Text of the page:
You no doubt have heard the big news coming from the U.S. Capitol in recent weeks. There is something I feel is just as big that happened about a block away but seems to be getting buried if not lost entirely in the news cycle.
I’m talking about arguments before the U.S. Supreme Court on whether the Trump administration’s termination of Deferred Action for Childhood Arrivals was legal. The topic has been hotly debated since former President Barack Obama created the program in June 2012 after Congress failed to pass the DREAM Act, which would have cleared the way to citizenship for certain immigrants brought to the U.S. illegally as children.
The DACA program defers deportation proceedings for two years for qualified individuals who were brought to the U.S. illegally when they were children. The program also gives those who are approved work authorization, and the approvals can be renewed.
After Republican attorneys general and governors threatened to take the matter to court if the executive branch didn’t in effect end DACA two years ago, then-Attorney General Jeff Sessions determined since DACA was established through an executive action after Congress rejected legislation on the matter, it was “an open-ended circumvention of immigration laws.”
It was the administration’s decision to no longer accept new DACA applications, however, that caught the attention of the U.S. District Court in San Francisco, which temporarily and partially blocked the action. Ultimately, the administration’s appeal made it to the high court in Washington, D.C.
Even the most casual observer of the U.S. Supreme Court will tell you not to expect any quick resolution by the justices. The norm is a months-long wait for an answer.
Meanwhile, an estimated 660,880 people await an outcome — and a decision about their futures. That’s an approximation of the number of DACA recipients as of this summer, according to the Migration Policy Institute. That’s roughly the combined populations of Tucson, Buckeye and Maricopa waiting in limbo. Depending on the source, the numbers could be even higher.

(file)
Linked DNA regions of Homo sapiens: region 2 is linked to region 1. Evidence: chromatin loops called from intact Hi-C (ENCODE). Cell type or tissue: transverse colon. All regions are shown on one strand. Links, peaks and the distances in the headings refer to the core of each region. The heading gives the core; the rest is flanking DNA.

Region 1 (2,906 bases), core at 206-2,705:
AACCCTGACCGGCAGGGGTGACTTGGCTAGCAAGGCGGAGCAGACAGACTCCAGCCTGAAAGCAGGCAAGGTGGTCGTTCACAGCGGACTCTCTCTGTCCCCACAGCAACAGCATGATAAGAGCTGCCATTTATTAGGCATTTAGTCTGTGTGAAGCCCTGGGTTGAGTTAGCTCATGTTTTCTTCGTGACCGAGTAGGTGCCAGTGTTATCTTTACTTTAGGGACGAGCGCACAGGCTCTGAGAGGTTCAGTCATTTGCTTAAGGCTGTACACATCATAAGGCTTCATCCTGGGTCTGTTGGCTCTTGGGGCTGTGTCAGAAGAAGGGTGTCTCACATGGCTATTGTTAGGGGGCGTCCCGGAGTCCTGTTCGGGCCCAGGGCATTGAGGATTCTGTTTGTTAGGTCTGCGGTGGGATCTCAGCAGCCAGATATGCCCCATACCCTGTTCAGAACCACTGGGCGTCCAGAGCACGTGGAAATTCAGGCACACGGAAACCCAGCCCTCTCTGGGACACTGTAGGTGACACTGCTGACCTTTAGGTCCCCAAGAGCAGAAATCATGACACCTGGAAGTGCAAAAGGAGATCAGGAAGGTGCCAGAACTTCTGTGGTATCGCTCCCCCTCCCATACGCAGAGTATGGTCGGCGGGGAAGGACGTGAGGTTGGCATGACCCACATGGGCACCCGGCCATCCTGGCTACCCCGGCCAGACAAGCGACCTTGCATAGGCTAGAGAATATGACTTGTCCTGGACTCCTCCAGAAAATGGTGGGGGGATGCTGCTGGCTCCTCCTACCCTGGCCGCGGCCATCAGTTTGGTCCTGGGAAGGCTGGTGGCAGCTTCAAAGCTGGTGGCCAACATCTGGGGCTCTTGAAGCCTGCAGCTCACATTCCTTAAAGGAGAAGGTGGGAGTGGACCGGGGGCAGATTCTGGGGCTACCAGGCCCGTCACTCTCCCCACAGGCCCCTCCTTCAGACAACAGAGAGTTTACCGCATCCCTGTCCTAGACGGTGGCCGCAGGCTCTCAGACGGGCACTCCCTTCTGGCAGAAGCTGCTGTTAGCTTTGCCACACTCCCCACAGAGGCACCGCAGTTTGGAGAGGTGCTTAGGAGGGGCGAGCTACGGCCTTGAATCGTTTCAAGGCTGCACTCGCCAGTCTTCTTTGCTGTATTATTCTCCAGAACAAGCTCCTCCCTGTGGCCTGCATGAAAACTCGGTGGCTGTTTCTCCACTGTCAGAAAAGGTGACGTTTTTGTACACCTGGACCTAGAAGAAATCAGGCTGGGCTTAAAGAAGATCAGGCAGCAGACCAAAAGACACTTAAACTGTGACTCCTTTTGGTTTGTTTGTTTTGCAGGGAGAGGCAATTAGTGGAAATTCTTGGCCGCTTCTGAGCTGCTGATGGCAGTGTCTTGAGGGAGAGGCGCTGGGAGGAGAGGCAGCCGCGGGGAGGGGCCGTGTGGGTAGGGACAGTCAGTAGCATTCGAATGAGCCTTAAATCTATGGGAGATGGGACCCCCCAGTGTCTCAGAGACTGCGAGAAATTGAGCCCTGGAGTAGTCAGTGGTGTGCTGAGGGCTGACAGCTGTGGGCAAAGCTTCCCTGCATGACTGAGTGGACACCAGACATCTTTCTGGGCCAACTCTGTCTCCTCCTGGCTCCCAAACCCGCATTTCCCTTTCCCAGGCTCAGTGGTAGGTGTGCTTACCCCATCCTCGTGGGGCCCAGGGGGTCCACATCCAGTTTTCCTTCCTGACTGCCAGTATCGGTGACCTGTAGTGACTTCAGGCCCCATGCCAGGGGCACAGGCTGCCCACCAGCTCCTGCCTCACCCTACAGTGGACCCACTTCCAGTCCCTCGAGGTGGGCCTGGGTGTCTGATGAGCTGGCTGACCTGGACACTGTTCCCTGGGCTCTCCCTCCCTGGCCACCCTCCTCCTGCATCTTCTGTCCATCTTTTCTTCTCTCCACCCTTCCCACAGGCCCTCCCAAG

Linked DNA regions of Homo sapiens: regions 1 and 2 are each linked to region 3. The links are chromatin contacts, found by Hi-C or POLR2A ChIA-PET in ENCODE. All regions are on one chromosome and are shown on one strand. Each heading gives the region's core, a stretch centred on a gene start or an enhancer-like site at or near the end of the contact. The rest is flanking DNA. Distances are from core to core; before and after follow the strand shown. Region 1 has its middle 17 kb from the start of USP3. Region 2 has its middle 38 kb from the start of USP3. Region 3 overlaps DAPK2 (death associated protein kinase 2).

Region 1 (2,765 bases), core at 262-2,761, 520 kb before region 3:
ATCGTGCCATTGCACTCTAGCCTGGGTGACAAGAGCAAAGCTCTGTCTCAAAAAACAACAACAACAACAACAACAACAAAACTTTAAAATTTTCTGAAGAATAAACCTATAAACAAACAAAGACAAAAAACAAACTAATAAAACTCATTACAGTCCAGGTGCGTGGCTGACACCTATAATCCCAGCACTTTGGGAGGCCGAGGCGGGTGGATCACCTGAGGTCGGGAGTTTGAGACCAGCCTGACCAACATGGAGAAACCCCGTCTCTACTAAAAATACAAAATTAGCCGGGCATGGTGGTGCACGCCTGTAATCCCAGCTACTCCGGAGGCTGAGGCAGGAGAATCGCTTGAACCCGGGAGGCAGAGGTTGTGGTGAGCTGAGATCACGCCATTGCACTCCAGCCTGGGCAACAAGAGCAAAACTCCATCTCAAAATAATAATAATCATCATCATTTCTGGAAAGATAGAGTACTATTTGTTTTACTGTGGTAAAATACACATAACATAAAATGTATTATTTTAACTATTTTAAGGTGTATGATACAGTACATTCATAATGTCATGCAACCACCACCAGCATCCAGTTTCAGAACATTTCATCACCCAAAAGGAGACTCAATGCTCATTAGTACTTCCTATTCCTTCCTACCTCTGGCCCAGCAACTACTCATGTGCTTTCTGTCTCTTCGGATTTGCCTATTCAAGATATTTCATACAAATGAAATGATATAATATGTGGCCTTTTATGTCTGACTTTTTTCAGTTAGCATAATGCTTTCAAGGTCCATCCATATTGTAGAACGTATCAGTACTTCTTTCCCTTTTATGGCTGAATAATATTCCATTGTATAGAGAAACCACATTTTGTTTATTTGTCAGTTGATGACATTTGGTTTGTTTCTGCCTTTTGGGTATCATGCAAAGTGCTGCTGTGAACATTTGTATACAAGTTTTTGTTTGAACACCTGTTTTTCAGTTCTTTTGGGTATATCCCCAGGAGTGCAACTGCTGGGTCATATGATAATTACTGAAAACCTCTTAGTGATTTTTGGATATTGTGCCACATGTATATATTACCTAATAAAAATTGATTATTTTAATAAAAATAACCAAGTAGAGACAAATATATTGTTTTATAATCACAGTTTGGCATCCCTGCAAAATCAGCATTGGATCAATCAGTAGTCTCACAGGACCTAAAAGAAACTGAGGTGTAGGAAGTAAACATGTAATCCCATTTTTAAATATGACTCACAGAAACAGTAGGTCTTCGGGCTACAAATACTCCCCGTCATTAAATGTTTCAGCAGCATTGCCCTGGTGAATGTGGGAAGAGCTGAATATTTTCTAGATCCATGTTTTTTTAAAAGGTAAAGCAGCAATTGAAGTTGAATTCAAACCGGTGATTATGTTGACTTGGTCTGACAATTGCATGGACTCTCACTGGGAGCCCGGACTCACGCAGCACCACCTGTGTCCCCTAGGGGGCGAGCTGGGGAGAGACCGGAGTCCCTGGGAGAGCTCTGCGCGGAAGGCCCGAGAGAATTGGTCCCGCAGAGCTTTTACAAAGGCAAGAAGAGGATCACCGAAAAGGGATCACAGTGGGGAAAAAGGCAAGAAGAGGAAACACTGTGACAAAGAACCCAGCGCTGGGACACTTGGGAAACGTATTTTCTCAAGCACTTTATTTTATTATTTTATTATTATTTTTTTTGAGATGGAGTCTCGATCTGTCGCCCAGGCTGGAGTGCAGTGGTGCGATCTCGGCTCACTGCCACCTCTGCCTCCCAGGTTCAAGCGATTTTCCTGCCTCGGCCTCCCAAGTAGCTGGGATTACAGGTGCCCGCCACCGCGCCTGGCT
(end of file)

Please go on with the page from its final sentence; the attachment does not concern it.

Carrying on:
All are people who followed the rules. They were asked to come forward and register so they could have the chance to pursue opportunities in the only nation they really know and live in the communities among the people they call friends. With the rug pulled out from under them, they could be deported to places they are certainly too young to remember.
In the meantime, they continue to contribute to a growing economy. I can attest to the impact on Arizona’s technology industry. For example, nearly 30% of roughly 30,000 DACA recipients in Arizona are working in the electronic component and product manufacturing sector. That translates into a third of the state’s DACA recipients working for council member companies. If these companies lose these highly trained employees, “dramatic” would be an understatement when describing the impact.
Consider the trickle-down effect. Bread winners would be lost. Families would be torn apart as they have to decide what to do. If entire families do leave, schools would lose funding, stores would lose customers, and on and on.
As you can tell, the council advocates the DACA program. We hope the Supreme Court does the right thing. Better still, we hope Congress acts to fine tune the program and make it legal even before the court’s decision. Of course, that means working with the president to get his support. What better way to end the divisiveness in Washington than by pulling together for the good of everyone.